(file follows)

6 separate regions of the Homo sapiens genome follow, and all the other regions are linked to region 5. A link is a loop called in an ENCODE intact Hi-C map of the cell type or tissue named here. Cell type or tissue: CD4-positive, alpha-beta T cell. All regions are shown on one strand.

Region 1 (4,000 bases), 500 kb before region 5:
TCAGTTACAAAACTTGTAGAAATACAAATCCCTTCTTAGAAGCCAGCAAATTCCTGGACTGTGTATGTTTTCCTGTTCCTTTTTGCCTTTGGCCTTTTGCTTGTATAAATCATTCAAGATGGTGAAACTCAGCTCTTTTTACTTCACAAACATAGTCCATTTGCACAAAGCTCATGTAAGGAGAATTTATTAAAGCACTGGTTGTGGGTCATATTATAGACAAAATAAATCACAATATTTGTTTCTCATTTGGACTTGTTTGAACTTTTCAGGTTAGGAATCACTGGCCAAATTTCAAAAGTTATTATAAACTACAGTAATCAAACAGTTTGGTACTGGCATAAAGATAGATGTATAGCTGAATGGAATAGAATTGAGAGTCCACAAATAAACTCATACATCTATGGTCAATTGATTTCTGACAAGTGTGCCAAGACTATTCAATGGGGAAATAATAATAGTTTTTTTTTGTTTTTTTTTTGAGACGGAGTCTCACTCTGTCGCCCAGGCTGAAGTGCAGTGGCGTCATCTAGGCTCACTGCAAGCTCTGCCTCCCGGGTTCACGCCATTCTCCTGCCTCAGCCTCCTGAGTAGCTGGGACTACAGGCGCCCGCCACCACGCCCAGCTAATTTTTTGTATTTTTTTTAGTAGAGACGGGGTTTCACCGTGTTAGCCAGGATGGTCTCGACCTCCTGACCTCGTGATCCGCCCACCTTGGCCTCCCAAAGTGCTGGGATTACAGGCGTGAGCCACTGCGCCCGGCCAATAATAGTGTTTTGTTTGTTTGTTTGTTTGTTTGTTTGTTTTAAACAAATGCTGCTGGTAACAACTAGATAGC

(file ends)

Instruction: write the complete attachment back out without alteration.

6 separate regions of the Homo sapiens genome follow, and all the other regions are linked to region 5. A link is a loop called in an ENCODE intact Hi-C map of the cell type or tissue named here. Cell type or tissue: CD4-positive, alpha-beta T cell. All regions are shown on one strand.

Region 1 (4,000 bases), 500 kb before region 5:
TCAGTTACAAAACTTGTAGAAATACAAATCCCTTCTTAGAAGCCAGCAAATTCCTGGACTGTGTATGTTTTCCTGTTCCTTTTTGCCTTTGGCCTTTTGCTTGTATAAATCATTCAAGATGGTGAAACTCAGCTCTTTTTACTTCACAAACATAGTCCATTTGCACAAAGCTCATGTAAGGAGAATTTATTAAAGCACTGGTTGTGGGTCATATTATAGACAAAATAAATCACAATATTTGTTTCTCATTTGGACTTGTTTGAACTTTTCAGGTTAGGAATCACTGGCCAAATTTCAAAAGTTATTATAAACTACAGTAATCAAACAGTTTGGTACTGGCATAAAGATAGATGTATAGCTGAATGGAATAGAATTGAGAGTCCACAAATAAACTCATACATCTATGGTCAATTGATTTCTGACAAGTGTGCCAAGACTATTCAATGGGGAAATAATAATAGTTTTTTTTTGTTTTTTTTTTGAGACGGAGTCTCACTCTGTCGCCCAGGCTGAAGTGCAGTGGCGTCATCTAGGCTCACTGCAAGCTCTGCCTCCCGGGTTCACGCCATTCTCCTGCCTCAGCCTCCTGAGTAGCTGGGACTACAGGCGCCCGCCACCACGCCCAGCTAATTTTTTGTATTTTTTTTAGTAGAGACGGGGTTTCACCGTGTTAGCCAGGATGGTCTCGACCTCCTGACCTCGTGATCCGCCCACCTTGGCCTCCCAAAGTGCTGGGATTACAGGCGTGAGCCACTGCGCCCGGCCAATAATAGTGTTTTGTTTGTTTGTTTGTTTGTTTGTTTGTTTTAAACAAATGCTGCTGGTAACAACTAGATAGC